I don't go to places because of the distress. My one friend who has helped me in the past has offered to pick me up and get me to church as I have no car but I'd have no way of leaving when I panic with no way of getting home and I can't ask someone to whom church is important to forgo it in order to get me home so despite church being an important part of my life, I've not attended since 2016. I think your example demonstrates clearly the difficulties you have but I'm not sure I have anything as clear cut. I avoid the distress so don't do things because I'm not able to manage the distress without harm. I've no evidence without photos which I'd not want anyone to see that that's true. So I guess in the end it's down to whether they believe what I say.

ally

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Re: Repeatedly and reliably?
« Reply #18 on: March 19, 2018, 07:02:07 PM »


The below is an uptake of going out, or, Planning and following a journey. You need to show why you suffer from social anxiety leaving the house, and, the things, such as overwhelming psychological distress that stops you doing this.  Do you need prompting to leave the house?   Monic made a good Start a few posts down.

Undertaking a Journey - this is do with mental health issues such as agoraphobia and social anxiety and is concerned with you leaving the house to go somewhere, they will be interested in the things that stop you doing this. You need to show that you would suffer "overwhelming psychological distress" to meet the criteria. The higher points for (e) require that you cannot undertake any journey, if you can go out with the support of someone else then you won't score. 

Following a route - This activity about the problems you would have navigating a route.  It's for those who have problems cognitive, sensory or mental health issues that would prevent them from doing this.  From what I've gleaned, This is different from undertaking a journey, in fact if you cannot undertake any journey then you will struggle to score points for following one.  I used my sensory disability.  The fact that I can't ask directions, and, used a personal experience I'd had in the past.  You may suffer from acute anxiety, or, a panic attack being in a situation where you have to speak  to male bus drivers, or, strangers to ask directions etc?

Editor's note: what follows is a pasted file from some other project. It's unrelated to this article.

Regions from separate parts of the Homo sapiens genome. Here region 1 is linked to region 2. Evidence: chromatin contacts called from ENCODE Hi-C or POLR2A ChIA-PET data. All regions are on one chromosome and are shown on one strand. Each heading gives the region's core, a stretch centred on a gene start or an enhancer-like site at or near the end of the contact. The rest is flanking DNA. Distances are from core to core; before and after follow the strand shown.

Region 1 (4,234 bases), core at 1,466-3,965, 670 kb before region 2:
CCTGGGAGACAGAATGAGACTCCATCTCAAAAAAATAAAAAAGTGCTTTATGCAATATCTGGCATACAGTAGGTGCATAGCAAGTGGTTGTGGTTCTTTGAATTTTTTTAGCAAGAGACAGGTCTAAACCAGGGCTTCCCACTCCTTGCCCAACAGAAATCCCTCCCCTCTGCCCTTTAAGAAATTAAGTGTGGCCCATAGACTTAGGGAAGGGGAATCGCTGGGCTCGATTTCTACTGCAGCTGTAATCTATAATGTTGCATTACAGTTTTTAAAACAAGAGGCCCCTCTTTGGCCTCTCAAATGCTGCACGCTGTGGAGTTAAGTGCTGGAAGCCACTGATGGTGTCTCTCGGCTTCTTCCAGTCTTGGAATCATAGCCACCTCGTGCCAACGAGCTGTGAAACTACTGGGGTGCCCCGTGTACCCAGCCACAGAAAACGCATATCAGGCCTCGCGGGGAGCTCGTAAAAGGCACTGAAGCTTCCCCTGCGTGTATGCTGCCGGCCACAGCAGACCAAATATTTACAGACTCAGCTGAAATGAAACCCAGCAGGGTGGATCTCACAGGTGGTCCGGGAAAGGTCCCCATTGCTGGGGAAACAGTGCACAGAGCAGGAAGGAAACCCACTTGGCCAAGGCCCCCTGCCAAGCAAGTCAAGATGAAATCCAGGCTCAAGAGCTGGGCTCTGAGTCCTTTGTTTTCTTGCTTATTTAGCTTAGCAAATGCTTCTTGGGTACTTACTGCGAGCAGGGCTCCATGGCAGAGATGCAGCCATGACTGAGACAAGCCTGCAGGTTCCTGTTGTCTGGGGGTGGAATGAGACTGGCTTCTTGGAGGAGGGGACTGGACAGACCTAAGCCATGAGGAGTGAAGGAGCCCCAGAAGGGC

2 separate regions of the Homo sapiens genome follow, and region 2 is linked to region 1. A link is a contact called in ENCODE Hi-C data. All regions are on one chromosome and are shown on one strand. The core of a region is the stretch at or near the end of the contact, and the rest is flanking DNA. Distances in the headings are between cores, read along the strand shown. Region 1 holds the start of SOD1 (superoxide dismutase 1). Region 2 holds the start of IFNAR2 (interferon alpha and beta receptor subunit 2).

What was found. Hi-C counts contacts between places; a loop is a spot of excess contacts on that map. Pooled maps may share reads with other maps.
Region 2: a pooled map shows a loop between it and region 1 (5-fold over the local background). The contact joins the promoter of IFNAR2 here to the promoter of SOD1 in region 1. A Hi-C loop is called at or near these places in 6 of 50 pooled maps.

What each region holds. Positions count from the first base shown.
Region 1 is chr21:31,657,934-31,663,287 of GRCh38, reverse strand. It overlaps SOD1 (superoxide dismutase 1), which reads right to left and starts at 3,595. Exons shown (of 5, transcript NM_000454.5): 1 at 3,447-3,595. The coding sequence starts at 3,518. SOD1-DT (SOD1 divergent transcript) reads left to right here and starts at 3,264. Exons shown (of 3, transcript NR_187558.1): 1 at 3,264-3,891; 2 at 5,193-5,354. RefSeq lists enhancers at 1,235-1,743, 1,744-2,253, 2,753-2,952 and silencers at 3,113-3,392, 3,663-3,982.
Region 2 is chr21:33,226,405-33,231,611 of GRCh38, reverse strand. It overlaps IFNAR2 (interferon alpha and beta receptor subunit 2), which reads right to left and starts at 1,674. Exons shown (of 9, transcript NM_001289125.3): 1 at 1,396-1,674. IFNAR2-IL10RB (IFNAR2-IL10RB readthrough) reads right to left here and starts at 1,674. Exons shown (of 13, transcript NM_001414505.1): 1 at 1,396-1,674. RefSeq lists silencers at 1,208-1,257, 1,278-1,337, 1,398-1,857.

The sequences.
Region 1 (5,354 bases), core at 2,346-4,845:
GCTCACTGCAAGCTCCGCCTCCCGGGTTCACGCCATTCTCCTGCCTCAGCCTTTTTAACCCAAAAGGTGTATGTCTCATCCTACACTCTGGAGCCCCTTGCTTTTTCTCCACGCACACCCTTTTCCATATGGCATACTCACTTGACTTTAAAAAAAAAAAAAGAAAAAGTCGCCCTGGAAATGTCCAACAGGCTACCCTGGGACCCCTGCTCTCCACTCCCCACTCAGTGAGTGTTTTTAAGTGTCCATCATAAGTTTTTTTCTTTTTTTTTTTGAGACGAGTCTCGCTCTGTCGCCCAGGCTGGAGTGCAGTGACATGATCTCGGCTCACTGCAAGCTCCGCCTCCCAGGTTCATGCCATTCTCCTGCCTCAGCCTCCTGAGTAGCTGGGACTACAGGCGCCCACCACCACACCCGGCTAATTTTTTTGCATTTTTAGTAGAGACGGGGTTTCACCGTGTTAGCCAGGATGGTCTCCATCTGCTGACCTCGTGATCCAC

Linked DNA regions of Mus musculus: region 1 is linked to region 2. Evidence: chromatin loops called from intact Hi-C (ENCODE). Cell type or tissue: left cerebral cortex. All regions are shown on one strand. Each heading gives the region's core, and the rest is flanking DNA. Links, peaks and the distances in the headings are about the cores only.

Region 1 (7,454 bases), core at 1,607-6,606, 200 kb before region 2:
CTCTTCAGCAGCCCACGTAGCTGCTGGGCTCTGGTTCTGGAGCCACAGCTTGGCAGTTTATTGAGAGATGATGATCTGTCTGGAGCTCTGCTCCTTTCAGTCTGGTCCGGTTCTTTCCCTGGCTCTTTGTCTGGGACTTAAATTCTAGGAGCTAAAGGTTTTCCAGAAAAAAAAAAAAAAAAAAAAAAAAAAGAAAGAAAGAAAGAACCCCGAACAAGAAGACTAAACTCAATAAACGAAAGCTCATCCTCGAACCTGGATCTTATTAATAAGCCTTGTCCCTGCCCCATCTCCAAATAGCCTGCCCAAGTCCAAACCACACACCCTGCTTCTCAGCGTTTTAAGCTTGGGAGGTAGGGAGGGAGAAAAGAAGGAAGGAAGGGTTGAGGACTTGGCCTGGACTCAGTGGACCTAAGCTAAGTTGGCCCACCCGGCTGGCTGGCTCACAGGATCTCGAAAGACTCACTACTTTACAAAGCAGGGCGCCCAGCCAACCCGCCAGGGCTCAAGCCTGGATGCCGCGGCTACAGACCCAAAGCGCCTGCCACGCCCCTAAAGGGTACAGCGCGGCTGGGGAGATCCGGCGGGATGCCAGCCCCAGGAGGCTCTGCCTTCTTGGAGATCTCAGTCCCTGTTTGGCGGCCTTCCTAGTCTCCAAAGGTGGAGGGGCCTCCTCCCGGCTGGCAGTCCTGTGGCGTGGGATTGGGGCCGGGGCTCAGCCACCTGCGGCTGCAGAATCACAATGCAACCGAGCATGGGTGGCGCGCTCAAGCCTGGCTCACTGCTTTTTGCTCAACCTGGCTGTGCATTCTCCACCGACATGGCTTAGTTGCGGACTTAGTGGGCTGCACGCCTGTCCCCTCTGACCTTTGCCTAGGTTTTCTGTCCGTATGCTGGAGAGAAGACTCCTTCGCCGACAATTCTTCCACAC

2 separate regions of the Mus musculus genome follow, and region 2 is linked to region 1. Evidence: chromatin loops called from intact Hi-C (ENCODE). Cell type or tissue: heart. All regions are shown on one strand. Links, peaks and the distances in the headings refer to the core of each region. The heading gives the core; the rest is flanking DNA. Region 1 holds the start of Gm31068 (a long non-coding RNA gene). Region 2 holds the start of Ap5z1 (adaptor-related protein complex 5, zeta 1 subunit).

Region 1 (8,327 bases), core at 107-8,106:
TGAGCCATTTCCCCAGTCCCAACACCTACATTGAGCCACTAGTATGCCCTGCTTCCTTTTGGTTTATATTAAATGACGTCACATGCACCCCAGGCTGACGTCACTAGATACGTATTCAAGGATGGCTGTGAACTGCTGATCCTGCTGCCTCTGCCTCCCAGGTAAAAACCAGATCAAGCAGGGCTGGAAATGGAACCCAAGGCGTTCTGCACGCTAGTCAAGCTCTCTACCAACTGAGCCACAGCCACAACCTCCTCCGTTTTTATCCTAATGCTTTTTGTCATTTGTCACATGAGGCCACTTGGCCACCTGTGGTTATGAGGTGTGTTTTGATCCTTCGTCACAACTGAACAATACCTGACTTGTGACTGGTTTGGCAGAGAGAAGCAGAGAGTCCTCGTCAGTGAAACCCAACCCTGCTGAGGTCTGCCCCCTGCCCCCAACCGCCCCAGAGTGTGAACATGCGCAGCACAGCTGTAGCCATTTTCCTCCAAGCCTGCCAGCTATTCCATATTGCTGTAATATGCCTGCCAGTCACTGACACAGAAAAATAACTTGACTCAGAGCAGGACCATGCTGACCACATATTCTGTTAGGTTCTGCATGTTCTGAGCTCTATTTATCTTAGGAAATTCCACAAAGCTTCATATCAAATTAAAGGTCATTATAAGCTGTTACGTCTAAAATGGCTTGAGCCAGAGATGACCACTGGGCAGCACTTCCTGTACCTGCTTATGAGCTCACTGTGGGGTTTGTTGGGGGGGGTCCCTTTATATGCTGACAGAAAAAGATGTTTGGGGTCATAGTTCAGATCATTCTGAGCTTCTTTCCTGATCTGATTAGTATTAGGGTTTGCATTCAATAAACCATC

I'm sure you'll score something for the moving around section.  You need 12 points for the enhanced mobility rate.  it's difficult to score 12 on moving around, as Monic has pointed out the criteria was changed to 20 m.  Therefore, you need to aim at scoring as much as possible on both moving around, and, going out.  Whatever you put on the pip form should remain confidential.  Therefore. I'd put as much  information as I could on the form.  The only way they're going to know how bad your MH is, by you telling them. 

The way I look at it.  You want EM to stop you becoming isolated.  The isolation makes your MH worse.  Therefore, you really need to give yourself the best possible chance to improve your situation .  I know you're anxious about it.  It shows in your posts.  However, nothing ventured, nothing gained.  You can but try.   >x-fingers<




Fiz

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Re: Repeatedly and reliably?
« Reply #19 on: March 21, 2018, 08:14:06 AM »
Thank you Ally, you're really understanding. My CPN is due here this morning so it will be the first time I will look at the form itself but we'll spend the time on the mobility and getting out and about section I'm sure. I'm having a really stressful week this week, next week should be calmer but I need to thinking about sending it off at the end of next week or the Monday after the weekend. If I can get it to a post office somehow, as I shall want to send it signed for. That's a problem to think about later.

I am virtually not sleeping and I'm considering asking for ECT. I talked about it when I was in hospital as I was just as unwell when discharged and the consultant said psychotherapy was what was I needed and you can't have psychology alongside ECT as ECT affects short term memory so you wouldn't remember the psychology you are learning. Almost 4 months since being discharged and I'm still on the waiting list for psychology.  If I'd had a course of ECT 4 months ago maybe life wouldn't be such a daily struggle now. I suspect though that they think I'd be needing a monthly maintenance ECT to keep the affects up but that might not be the case, who knows. Life is just such a struggle.